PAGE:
Specialist insurance comparison website, Quotezone.co.uk, has urged farmers to take more precautions after research reveals agricultural equipment is still unnecessarily vulnerable to theft.
A recent crime survey, published in August 2019, reported the cost of farm related theft across the country was £54.3m in 2019. This included £9.3m worth of farm vehicles, up from £7.4m the year before, and £3.1m worth of quad bikes, up from £2.6m.
Research from Quotezone.co.uk, based on over 10,000 insurance policies, found that more than 20% of farmers keep working vehicles in unlocked garages overnight and over 15% are left out on unsecure driveways.
“I think many would assume that due to the rural location of farms and the size and complexity of the machinery in question that theft would be unlikely, but as the statistics show, farms have become a target for specialist thieves,” said Quotezone.co.uk’s founder Greg Wilson.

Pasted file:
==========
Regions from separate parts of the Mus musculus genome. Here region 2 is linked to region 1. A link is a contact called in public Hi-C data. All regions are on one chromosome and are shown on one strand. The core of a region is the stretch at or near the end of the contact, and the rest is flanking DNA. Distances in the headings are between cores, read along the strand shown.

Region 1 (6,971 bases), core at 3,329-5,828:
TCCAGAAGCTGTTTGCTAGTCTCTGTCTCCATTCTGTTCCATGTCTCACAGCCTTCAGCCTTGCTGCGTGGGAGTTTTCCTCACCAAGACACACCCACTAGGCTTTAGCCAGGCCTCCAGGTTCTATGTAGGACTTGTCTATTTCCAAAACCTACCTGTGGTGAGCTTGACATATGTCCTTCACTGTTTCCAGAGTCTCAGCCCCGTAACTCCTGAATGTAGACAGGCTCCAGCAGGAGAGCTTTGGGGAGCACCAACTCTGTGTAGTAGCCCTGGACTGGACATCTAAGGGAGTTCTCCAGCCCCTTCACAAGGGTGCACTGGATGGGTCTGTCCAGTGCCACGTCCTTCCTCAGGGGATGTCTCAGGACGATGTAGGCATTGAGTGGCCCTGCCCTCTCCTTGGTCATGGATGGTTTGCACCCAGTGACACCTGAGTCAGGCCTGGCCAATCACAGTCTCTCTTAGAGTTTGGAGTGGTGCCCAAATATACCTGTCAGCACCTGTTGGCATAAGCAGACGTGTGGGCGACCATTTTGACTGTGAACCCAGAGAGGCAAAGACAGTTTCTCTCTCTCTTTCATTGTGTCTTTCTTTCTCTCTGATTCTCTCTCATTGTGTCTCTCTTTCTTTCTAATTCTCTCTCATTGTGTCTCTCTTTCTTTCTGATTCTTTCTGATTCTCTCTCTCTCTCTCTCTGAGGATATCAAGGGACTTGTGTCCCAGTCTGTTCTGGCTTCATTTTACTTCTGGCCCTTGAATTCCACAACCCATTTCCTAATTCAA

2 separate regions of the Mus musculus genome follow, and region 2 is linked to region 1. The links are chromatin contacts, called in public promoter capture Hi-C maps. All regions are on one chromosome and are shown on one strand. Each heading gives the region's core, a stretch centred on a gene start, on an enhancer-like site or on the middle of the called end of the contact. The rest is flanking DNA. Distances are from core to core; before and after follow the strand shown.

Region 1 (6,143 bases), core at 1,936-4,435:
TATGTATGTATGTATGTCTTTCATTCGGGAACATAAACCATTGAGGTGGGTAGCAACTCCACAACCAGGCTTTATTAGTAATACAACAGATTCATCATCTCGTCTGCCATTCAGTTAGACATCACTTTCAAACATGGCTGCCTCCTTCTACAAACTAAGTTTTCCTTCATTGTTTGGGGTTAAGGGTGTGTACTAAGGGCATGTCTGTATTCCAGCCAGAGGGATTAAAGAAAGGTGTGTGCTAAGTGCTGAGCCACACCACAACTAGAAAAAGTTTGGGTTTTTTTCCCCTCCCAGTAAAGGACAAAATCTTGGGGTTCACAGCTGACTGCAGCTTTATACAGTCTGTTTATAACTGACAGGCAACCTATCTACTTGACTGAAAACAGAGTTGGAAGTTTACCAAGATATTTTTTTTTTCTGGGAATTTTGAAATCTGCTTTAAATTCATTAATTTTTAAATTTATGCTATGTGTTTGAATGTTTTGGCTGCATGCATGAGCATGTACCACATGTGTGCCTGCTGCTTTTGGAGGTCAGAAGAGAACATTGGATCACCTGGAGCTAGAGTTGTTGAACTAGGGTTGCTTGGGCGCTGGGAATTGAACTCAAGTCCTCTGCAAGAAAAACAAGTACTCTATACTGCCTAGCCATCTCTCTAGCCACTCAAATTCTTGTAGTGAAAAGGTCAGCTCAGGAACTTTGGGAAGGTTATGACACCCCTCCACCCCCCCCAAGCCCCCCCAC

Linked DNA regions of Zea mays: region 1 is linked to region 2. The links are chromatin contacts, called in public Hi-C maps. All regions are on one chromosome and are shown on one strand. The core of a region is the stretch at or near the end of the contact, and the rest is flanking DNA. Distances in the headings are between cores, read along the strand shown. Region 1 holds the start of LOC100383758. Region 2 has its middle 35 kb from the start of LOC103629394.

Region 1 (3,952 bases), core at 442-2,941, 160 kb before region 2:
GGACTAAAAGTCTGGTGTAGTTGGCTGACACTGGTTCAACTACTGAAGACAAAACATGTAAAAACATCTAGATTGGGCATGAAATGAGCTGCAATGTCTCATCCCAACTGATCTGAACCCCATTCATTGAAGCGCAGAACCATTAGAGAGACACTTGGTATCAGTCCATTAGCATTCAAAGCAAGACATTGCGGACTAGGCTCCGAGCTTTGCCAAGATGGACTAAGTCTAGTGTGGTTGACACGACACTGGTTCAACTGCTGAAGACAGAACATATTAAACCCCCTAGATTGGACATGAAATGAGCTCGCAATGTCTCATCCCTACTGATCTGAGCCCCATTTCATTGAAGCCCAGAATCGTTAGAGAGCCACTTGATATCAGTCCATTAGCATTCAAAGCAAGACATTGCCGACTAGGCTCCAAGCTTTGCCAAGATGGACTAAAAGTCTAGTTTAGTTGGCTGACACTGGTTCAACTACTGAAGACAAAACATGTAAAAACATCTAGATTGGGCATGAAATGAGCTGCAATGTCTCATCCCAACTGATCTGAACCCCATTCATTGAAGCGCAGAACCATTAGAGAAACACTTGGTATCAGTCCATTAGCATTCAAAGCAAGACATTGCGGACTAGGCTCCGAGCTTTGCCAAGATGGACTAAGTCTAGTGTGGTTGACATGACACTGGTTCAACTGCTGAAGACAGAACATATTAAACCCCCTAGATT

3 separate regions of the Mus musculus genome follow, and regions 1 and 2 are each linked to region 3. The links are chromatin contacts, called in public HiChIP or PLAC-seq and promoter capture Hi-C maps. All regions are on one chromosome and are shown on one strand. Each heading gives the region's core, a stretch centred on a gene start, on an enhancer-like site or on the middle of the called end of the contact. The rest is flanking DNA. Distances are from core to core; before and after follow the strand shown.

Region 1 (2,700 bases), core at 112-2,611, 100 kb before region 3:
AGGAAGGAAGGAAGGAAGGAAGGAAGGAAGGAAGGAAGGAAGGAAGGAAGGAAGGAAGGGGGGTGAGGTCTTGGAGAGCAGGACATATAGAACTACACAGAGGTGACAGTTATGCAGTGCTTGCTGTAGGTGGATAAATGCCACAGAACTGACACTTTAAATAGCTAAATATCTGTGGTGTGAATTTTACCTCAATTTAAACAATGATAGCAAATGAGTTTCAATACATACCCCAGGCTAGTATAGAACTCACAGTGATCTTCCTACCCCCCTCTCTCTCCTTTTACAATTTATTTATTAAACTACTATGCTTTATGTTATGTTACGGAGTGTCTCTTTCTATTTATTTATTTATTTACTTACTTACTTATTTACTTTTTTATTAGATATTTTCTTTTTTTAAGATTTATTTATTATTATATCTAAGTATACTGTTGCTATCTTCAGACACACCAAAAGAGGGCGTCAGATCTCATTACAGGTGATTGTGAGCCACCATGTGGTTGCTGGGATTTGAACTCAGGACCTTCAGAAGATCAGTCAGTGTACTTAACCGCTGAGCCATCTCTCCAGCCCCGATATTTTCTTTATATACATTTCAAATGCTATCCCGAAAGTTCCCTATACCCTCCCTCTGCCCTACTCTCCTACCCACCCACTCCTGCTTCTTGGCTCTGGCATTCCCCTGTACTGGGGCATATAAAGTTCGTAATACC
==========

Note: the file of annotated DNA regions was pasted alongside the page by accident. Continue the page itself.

The insurance specialist gave some suggestions to help increase security on farms and in turn lower inurance premiums:
- Restricting access to yards, installing sturdy gates fixed in concrete or a metal post
- Painting equipment in distinctive / corporate colours
- Investing in security devices such as Datatag marking or vehicle trackers
- Registering and take photographs of expensive items and equipment, noting serial numbers
- Checking fences, hedges and walls regularly for breaches
- Adding alarms, CCTV and security lights, and keeping gates locked and vehicle keys on your person
- Joining Farm Watch (Neighbourhood Watch) schemes
Mr Wilson also emphasised the importance of insurance as it provides farmers with financial security and supports their livelihood.
He added ” If items are stolen or damaged it could be very difficult to afford to replace them – causing knock-on effects to the running of the farm itself until a replacement vehicle is found.
“If the vehicle in question needs to be on a public road at any stage, it will need at least third-party insurance. It could also save money to insure all vehicles under the same policy – including other transport used on the farm such as quads or 4x4s and even a car which can be classed as business and social use – as long as any vehicle on the road does not use red diesel, as this could invalidate the policy.”